Police officers in Saanich and Greater Victoria have been cleared of any wrongdoing by the Independent Investigations Office (IIO) of BC.
In late February, the IIO opened an investigation into the death of a man who was armed and claimed he had a hostage.
He died of self-inflicted wounds after police attempted to resolve a stand-off situation peacefully.
Following the incident, the IIO opened an investigation into the Saanich Police and the Greater Victoria Emergency Response Team (GVERT).
What happened in February
At around 5 p.m. on February 21st, Saanich Police were called to a residence to “keep the peace” and stand by for an eviction notice that was to be served to a tenant by his landlord.
Two police officers and the landlord were present when the man was served his eviction notice. Upon receiving his eviction he went back inside his residence and came back out with an air rifle that appeared to be an assault rifle.
According to police, the resident being evicted then said to the officers, “How about we trespass with this?”
Police say they believed the weapon to be a real firearm. One officer found cover behind a tree and threw their weapon, saying they were fearing for their life.
The second officer said they shouted commands at the man to drop the weapon. The resident did not drop the weapon and returned inside the residence.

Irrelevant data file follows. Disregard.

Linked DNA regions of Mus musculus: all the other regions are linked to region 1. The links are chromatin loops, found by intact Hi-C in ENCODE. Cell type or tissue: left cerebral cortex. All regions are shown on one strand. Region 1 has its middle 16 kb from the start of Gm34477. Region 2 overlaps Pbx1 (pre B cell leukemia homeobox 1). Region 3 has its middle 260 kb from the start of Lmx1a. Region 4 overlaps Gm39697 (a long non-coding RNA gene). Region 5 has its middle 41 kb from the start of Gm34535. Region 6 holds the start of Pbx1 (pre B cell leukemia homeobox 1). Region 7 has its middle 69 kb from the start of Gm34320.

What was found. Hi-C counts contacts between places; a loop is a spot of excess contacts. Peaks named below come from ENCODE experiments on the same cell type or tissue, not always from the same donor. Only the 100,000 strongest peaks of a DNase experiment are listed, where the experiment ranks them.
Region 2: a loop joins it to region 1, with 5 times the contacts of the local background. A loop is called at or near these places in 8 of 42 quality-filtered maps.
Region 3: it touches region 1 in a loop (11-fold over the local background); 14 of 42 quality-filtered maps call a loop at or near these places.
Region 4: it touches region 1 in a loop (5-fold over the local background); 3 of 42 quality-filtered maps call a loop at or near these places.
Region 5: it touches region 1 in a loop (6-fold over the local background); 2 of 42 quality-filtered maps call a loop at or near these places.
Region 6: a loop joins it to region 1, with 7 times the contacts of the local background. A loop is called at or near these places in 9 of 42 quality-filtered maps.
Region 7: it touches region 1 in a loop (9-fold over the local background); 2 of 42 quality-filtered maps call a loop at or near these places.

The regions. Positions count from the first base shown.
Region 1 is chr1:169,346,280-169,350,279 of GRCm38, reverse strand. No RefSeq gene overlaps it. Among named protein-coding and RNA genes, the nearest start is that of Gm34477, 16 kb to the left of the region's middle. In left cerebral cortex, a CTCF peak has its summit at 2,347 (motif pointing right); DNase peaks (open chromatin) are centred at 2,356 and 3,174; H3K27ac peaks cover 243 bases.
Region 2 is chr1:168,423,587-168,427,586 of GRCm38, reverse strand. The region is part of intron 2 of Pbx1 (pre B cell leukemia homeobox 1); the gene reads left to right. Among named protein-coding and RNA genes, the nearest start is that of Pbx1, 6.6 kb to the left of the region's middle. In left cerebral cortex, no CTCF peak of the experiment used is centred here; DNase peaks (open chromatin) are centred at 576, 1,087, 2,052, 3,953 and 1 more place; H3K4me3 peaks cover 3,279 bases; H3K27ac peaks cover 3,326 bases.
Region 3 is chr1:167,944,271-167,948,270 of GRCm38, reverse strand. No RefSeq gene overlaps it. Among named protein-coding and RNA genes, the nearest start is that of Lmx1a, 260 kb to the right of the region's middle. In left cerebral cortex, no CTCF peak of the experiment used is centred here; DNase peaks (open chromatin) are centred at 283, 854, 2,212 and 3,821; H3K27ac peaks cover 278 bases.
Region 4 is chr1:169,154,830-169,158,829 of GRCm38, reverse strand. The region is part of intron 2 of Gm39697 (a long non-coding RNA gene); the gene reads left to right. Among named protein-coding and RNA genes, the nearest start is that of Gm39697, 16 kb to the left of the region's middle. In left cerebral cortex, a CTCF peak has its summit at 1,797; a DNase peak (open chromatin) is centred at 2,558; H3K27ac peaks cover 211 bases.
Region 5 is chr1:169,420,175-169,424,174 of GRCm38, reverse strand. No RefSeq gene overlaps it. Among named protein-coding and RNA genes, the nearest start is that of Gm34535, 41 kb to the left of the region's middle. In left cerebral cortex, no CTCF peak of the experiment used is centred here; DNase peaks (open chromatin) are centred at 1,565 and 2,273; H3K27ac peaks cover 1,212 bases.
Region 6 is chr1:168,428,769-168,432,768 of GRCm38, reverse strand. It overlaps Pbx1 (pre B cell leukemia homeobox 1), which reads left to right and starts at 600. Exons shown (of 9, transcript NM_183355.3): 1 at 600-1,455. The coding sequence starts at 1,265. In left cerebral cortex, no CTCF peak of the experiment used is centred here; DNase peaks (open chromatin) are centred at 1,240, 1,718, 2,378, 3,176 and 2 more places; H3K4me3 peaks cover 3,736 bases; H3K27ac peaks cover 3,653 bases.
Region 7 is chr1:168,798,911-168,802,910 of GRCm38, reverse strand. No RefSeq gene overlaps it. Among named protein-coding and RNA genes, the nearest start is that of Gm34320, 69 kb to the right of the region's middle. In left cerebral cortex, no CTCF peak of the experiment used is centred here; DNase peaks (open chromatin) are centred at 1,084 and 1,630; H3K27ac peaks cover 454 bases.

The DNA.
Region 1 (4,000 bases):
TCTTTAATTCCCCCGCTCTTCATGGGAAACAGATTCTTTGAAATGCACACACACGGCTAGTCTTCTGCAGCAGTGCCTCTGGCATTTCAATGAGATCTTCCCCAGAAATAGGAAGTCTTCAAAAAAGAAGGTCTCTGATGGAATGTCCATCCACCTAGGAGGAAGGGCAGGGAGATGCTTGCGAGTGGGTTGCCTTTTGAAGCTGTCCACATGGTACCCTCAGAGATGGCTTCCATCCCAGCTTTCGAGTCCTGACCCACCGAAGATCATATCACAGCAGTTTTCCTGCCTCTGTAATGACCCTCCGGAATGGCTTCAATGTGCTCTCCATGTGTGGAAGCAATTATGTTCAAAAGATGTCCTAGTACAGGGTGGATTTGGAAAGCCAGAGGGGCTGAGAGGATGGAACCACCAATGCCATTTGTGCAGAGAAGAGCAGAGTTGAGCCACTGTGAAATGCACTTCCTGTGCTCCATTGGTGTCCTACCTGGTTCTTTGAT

The two officers contained the scene and called the GVERT and Saanich Police’s crisis team to assist them.
At around 5:55 p.m. the resident being evicted emerged from the residence and shot the air gun at a police car that was outside his residence. He then barricaded himself inside the residence once again, leaving a widow open so he could continue to fire the weapon at the officers’ vehicle.
Around 6:11 p.m. he fired the air rifle for a third time. A neighbour captured these shots fired on a video that was later used as evidence for the IIO’s investigation.
Police officers present believed that he was firing a different weapon on each occasion.
Police say there were 30-40 pellet holes from the air rifle that broke the police criuser’s window and left the siding of the vehicle damaged.
At 6:40 p.m., GVERT arrived at the scene and took control of the situation from Saanich Police.
The IIO reported that hours passed after GVERT arrived; during that time police tried to convince the resident to leave his house with his hands up. Officers used several tactics to try and achieve a peaceful outcome without injury.
Police say while negotiations were being attempted, the resident would come to the window and shout about conspiracies, ask the police to leave and exclaim that, “police are not brave enough to come inside.”
At one point during this time, the resident reportedly told police that he had a hostage inside the residence.
Police say they discovered through background checks that they had dealings with this man previously due to his ongoing mental health struggles. They had seized weapons from him on previous occasions and returned them to him afterward.
Police determined the resident was in possession of five rifles, a shotgun, a crossbow and the air rifle he was firing at them.